HAMDEN, CT (WFSB) -- As both sides continue to negotiate, and stores are seeing fewer shoppers, many are asking what is happening to the unpurchased food inside each store.

As striking Stop & Shop workers dodged the rain drops on Monday, they looked onto a lot where there were more puddles than parked cars.

“It’s mixed feelings because you don’t like to see that, but it’s good to show the company how the people are behind us,” said Joe Renaldi, a Stop & Shop employee.

He said he’s been with the company since graduating high school and is an assistant grocery manager.

Renaldi and his co-workers walked off the job Thursday and have been walking the picket line for five days, and with fewer shoppers showing up, food isn’t flying off the shelves.

Stop & Shop said maintaining the safety and freshness of their products is part of its contingency plans, saying “regarding food, we are working with our regional food bank partners, as well as local food pantries, to donate as much food as possible to our neighbors in need.”

“They don’t tell us too much, but that’s the rumor that’s going around, because after this many days, it starts to go bad, so you have to do something,” Renaldi said.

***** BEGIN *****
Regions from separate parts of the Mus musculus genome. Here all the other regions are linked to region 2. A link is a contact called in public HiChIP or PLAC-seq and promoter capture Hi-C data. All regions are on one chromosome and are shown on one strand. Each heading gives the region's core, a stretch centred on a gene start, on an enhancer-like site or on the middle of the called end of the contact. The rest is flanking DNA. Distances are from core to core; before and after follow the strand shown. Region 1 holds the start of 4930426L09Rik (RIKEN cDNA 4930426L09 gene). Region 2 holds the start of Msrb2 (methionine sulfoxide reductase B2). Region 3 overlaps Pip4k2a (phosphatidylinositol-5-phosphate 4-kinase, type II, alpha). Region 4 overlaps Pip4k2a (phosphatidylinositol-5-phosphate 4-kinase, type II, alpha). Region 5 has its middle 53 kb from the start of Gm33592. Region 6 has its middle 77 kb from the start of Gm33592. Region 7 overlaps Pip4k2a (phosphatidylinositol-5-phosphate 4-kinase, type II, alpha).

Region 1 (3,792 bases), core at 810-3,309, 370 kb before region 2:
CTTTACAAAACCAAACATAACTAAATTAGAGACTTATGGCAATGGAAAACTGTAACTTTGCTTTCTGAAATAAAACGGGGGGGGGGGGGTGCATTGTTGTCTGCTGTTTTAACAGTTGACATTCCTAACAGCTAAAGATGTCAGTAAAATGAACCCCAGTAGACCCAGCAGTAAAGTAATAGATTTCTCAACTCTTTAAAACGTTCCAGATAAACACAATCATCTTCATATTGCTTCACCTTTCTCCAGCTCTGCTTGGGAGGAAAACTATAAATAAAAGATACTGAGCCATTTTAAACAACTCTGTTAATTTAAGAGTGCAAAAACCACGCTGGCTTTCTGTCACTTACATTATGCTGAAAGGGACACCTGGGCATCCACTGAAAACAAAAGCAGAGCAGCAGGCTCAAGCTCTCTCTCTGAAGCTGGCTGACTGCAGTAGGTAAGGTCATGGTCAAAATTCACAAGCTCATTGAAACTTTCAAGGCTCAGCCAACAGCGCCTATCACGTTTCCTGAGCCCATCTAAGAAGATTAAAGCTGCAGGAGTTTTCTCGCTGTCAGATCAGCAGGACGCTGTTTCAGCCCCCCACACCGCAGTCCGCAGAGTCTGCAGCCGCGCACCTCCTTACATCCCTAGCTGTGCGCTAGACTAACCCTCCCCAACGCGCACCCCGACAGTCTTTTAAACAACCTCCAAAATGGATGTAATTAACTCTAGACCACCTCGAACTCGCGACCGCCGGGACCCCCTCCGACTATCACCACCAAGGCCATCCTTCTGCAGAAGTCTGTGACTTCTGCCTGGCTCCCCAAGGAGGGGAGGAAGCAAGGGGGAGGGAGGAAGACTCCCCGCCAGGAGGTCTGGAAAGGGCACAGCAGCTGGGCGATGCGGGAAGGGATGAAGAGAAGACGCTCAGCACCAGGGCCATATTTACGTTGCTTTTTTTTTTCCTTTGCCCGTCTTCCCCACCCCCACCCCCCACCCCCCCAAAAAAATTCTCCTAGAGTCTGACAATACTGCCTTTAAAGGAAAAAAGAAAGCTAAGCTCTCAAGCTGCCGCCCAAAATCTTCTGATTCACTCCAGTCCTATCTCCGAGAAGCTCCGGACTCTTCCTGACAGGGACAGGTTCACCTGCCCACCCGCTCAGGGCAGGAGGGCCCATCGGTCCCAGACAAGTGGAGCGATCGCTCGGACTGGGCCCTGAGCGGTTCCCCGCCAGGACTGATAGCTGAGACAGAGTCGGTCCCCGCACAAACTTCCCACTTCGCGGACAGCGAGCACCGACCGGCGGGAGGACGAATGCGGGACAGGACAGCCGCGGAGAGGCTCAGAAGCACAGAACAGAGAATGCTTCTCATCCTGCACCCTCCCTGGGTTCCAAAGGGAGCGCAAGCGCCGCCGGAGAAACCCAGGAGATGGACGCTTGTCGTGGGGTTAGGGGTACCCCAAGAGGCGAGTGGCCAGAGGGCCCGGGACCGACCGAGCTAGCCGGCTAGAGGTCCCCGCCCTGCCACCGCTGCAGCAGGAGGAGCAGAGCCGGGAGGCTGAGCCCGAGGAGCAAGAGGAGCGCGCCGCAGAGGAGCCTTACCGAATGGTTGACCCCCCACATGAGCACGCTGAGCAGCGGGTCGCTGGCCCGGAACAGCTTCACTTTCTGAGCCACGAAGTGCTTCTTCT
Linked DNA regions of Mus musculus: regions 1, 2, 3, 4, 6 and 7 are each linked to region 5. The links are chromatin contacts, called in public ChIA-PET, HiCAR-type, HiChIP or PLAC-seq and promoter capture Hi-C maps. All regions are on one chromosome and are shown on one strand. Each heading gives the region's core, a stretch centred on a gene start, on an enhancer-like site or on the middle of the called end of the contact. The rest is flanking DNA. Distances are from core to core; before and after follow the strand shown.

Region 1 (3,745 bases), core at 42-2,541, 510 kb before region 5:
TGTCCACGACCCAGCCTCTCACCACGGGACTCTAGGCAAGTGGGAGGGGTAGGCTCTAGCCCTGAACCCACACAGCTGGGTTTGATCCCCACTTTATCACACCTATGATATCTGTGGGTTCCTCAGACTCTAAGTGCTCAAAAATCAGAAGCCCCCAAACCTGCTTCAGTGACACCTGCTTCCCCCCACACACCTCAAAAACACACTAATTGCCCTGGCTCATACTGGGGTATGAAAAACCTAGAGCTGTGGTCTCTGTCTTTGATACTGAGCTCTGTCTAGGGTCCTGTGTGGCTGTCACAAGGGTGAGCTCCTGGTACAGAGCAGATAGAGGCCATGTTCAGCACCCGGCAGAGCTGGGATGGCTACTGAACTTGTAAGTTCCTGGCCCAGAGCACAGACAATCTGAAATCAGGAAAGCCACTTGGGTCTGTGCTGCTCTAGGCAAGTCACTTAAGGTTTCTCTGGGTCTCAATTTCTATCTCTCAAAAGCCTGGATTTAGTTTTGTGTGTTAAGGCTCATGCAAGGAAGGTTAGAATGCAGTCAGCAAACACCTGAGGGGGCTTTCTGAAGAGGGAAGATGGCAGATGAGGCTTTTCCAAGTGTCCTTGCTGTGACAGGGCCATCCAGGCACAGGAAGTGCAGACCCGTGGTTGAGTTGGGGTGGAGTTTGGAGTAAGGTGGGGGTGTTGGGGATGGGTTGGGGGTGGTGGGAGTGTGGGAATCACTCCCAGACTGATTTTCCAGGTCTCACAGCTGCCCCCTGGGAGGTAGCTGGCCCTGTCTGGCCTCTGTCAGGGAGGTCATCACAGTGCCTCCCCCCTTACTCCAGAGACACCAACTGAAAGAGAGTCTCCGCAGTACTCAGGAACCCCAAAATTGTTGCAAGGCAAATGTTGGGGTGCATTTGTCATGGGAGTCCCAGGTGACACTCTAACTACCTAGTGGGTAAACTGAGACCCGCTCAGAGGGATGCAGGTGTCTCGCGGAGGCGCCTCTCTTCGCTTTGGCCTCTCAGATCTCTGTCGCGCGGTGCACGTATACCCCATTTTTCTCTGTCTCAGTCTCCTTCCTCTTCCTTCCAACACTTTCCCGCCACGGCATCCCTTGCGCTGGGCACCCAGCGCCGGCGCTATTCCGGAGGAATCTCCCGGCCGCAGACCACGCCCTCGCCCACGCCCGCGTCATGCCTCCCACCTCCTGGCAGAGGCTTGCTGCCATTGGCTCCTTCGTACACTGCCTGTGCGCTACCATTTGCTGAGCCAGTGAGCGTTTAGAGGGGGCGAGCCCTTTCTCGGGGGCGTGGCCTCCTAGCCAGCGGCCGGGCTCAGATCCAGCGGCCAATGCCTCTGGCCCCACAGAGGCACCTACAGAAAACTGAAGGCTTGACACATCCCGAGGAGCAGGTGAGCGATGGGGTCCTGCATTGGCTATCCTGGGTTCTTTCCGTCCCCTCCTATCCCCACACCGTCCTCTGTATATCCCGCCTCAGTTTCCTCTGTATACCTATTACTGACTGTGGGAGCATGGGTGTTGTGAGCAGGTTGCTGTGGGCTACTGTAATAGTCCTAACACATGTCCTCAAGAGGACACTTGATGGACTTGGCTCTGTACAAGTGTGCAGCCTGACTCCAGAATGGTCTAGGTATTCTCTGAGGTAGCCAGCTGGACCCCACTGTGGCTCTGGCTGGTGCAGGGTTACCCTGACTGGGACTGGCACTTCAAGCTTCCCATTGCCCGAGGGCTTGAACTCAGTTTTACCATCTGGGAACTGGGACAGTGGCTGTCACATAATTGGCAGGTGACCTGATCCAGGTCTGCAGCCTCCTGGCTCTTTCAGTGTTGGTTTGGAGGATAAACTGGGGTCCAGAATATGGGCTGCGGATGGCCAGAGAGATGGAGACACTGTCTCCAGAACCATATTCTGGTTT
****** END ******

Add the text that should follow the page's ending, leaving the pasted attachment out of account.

While Stop & Shop said it is donating food, other unions continue to show solidarity with those striking.

On Friday afternoon, union members of the American Federation of State, County and Municipal Employees, along with the American Federation of Teachers stopped by, donating a $5,000 check to the Stop & Shop strike fund.

“Our statement is to big corporations, it’s not just 30,000, it’s now over 100,000. We’re standing with or brothers and sisters. We’re going to be here until it’s over,” said Jan Hochadel, of the American Federation of Teachers.

The two unions said as long as they workers are out, they’ll both continue to donate $500 a week, for a total of $1,000, and that both sides will reaching out to other unions for support.

Copyright 2019 WFSB (Meredith Corporation). All rights reserved.

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